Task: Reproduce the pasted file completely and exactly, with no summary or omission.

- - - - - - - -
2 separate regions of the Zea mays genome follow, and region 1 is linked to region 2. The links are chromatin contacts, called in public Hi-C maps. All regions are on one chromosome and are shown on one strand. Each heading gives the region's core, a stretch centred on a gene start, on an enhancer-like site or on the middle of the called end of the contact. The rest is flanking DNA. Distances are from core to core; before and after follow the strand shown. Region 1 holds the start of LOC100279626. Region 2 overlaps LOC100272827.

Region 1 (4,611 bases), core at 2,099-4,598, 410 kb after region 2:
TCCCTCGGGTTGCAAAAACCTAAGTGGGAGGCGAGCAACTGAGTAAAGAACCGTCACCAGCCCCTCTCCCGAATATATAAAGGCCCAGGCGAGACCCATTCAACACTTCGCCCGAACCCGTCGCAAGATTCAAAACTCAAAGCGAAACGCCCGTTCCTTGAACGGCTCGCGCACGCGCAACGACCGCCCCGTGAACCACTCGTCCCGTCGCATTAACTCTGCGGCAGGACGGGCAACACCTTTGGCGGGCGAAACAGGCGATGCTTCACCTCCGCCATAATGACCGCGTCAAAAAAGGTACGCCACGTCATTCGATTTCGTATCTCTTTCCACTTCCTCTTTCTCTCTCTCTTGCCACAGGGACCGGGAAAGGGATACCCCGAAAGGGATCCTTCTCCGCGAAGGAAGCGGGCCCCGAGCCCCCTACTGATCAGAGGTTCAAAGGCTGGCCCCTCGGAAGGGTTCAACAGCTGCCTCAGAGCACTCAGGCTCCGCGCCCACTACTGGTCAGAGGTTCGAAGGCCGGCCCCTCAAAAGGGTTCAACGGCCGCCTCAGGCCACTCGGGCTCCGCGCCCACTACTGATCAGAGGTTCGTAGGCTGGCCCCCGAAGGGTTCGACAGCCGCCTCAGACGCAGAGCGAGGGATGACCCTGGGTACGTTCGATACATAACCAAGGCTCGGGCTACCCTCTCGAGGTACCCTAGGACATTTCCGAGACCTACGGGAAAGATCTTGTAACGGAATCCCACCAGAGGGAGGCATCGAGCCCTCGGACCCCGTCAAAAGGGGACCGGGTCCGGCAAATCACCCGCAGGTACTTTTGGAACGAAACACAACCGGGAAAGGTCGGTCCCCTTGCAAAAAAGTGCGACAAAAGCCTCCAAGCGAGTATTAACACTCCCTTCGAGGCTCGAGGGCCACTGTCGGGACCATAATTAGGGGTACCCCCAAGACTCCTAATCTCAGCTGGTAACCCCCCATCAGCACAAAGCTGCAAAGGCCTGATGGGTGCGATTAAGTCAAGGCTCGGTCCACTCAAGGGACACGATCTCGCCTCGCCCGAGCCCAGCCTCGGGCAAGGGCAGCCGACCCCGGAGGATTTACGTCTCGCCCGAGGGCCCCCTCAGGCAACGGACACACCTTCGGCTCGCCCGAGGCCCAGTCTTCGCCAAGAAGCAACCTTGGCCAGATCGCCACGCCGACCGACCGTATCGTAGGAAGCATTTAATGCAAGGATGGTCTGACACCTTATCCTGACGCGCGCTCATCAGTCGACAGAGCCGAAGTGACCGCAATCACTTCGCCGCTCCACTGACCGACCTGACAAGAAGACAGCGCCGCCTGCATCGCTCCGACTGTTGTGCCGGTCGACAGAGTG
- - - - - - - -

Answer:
2 separate regions of the Zea mays genome follow, and region 1 is linked to region 2. The links are chromatin contacts, called in public Hi-C maps. All regions are on one chromosome and are shown on one strand. Each heading gives the region's core, a stretch centred on a gene start, on an enhancer-like site or on the middle of the called end of the contact. The rest is flanking DNA. Distances are from core to core; before and after follow the strand shown. Region 1 holds the start of LOC100279626. Region 2 overlaps LOC100272827.

Region 1 (4,611 bases), core at 2,099-4,598, 410 kb after region 2:
TCCCTCGGGTTGCAAAAACCTAAGTGGGAGGCGAGCAACTGAGTAAAGAACCGTCACCAGCCCCTCTCCCGAATATATAAAGGCCCAGGCGAGACCCATTCAACACTTCGCCCGAACCCGTCGCAAGATTCAAAACTCAAAGCGAAACGCCCGTTCCTTGAACGGCTCGCGCACGCGCAACGACCGCCCCGTGAACCACTCGTCCCGTCGCATTAACTCTGCGGCAGGACGGGCAACACCTTTGGCGGGCGAAACAGGCGATGCTTCACCTCCGCCATAATGACCGCGTCAAAAAAGGTACGCCACGTCATTCGATTTCGTATCTCTTTCCACTTCCTCTTTCTCTCTCTCTTGCCACAGGGACCGGGAAAGGGATACCCCGAAAGGGATCCTTCTCCGCGAAGGAAGCGGGCCCCGAGCCCCCTACTGATCAGAGGTTCAAAGGCTGGCCCCTCGGAAGGGTTCAACAGCTGCCTCAGAGCACTCAGGCTCCGCGCCCACTACTGGTCAGAGGTTCGAAGGCCGGCCCCTCAAAAGGGTTCAACGGCCGCCTCAGGCCACTCGGGCTCCGCGCCCACTACTGATCAGAGGTTCGTAGGCTGGCCCCCGAAGGGTTCGACAGCCGCCTCAGACGCAGAGCGAGGGATGACCCTGGGTACGTTCGATACATAACCAAGGCTCGGGCTACCCTCTCGAGGTACCCTAGGACATTTCCGAGACCTACGGGAAAGATCTTGTAACGGAATCCCACCAGAGGGAGGCATCGAGCCCTCGGACCCCGTCAAAAGGGGACCGGGTCCGGCAAATCACCCGCAGGTACTTTTGGAACGAAACACAACCGGGAAAGGTCGGTCCCCTTGCAAAAAAGTGCGACAAAAGCCTCCAAGCGAGTATTAACACTCCCTTCGAGGCTCGAGGGCCACTGTCGGGACCATAATTAGGGGTACCCCCAAGACTCCTAATCTCAGCTGGTAACCCCCCATCAGCACAAAGCTGCAAAGGCCTGATGGGTGCGATTAAGTCAAGGCTCGGTCCACTCAAGGGACACGATCTCGCCTCGCCCGAGCCCAGCCTCGGGCAAGGGCAGCCGACCCCGGAGGATTTACGTCTCGCCCGAGGGCCCCCTCAGGCAACGGACACACCTTCGGCTCGCCCGAGGCCCAGTCTTCGCCAAGAAGCAACCTTGGCCAGATCGCCACGCCGACCGACCGTATCGTAGGAAGCATTTAATGCAAGGATGGTCTGACACCTTATCCTGACGCGCGCTCATCAGTCGACAGAGCCGAAGTGACCGCAATCACTTCGCCGCTCCACTGACCGACCTGACAAGAAGACAGCGCCGCCTGCATCGCTCCGACTGTTGTGCCGGTCGACAGAGTG